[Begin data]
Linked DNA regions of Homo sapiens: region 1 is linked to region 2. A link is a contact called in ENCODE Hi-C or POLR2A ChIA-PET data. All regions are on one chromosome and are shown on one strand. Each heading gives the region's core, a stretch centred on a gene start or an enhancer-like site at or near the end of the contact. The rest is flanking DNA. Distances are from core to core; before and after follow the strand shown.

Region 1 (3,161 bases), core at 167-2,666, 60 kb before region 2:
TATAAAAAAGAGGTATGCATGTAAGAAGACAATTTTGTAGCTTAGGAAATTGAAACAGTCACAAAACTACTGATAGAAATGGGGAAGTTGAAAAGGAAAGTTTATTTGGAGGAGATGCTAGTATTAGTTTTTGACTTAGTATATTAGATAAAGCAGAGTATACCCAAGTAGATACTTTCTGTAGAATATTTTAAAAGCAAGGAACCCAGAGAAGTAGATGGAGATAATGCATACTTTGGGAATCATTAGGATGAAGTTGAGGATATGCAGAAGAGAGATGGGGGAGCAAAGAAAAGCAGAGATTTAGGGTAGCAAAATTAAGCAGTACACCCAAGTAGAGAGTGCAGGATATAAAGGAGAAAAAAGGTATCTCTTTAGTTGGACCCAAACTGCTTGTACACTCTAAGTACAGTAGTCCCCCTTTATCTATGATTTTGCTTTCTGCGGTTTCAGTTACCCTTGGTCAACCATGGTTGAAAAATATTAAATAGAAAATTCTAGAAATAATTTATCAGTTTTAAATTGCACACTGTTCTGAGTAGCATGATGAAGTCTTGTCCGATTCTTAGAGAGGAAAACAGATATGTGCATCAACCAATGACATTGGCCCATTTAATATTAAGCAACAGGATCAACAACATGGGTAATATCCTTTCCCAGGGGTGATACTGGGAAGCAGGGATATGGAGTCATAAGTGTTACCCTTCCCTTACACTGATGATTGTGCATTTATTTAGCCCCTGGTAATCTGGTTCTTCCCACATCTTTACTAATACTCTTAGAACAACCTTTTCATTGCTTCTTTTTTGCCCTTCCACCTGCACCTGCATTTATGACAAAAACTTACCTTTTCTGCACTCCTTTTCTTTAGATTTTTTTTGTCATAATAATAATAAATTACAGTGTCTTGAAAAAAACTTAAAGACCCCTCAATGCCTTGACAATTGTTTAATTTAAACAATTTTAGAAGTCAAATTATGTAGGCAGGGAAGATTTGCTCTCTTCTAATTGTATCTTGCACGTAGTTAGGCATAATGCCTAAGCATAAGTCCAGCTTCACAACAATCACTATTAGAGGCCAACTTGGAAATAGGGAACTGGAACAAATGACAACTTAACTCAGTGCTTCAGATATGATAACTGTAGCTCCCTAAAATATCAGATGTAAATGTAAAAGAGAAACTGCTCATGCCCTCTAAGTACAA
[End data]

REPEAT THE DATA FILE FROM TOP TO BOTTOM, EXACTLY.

Linked DNA regions of Homo sapiens: region 1 is linked to region 2. A link is a contact called in ENCODE Hi-C or POLR2A ChIA-PET data. All regions are on one chromosome and are shown on one strand. Each heading gives the region's core, a stretch centred on a gene start or an enhancer-like site at or near the end of the contact. The rest is flanking DNA. Distances are from core to core; before and after follow the strand shown.

Region 1 (3,161 bases), core at 167-2,666, 60 kb before region 2:
TATAAAAAAGAGGTATGCATGTAAGAAGACAATTTTGTAGCTTAGGAAATTGAAACAGTCACAAAACTACTGATAGAAATGGGGAAGTTGAAAAGGAAAGTTTATTTGGAGGAGATGCTAGTATTAGTTTTTGACTTAGTATATTAGATAAAGCAGAGTATACCCAAGTAGATACTTTCTGTAGAATATTTTAAAAGCAAGGAACCCAGAGAAGTAGATGGAGATAATGCATACTTTGGGAATCATTAGGATGAAGTTGAGGATATGCAGAAGAGAGATGGGGGAGCAAAGAAAAGCAGAGATTTAGGGTAGCAAAATTAAGCAGTACACCCAAGTAGAGAGTGCAGGATATAAAGGAGAAAAAAGGTATCTCTTTAGTTGGACCCAAACTGCTTGTACACTCTAAGTACAGTAGTCCCCCTTTATCTATGATTTTGCTTTCTGCGGTTTCAGTTACCCTTGGTCAACCATGGTTGAAAAATATTAAATAGAAAATTCTAGAAATAATTTATCAGTTTTAAATTGCACACTGTTCTGAGTAGCATGATGAAGTCTTGTCCGATTCTTAGAGAGGAAAACAGATATGTGCATCAACCAATGACATTGGCCCATTTAATATTAAGCAACAGGATCAACAACATGGGTAATATCCTTTCCCAGGGGTGATACTGGGAAGCAGGGATATGGAGTCATAAGTGTTACCCTTCCCTTACACTGATGATTGTGCATTTATTTAGCCCCTGGTAATCTGGTTCTTCCCACATCTTTACTAATACTCTTAGAACAACCTTTTCATTGCTTCTTTTTTGCCCTTCCACCTGCACCTGCATTTATGACAAAAACTTACCTTTTCTGCACTCCTTTTCTTTAGATTTTTTTTGTCATAATAATAATAAATTACAGTGTCTTGAAAAAAACTTAAAGACCCCTCAATGCCTTGACAATTGTTTAATTTAAACAATTTTAGAAGTCAAATTATGTAGGCAGGGAAGATTTGCTCTCTTCTAATTGTATCTTGCACGTAGTTAGGCATAATGCCTAAGCATAAGTCCAGCTTCACAACAATCACTATTAGAGGCCAACTTGGAAATAGGGAACTGGAACAAATGACAACTTAACTCAGTGCTTCAGATATGATAACTGTAGCTCCCTAAAATATCAGATGTAAATGTAAAAGAGAAACTGCTCATGCCCTCTAAGTACAA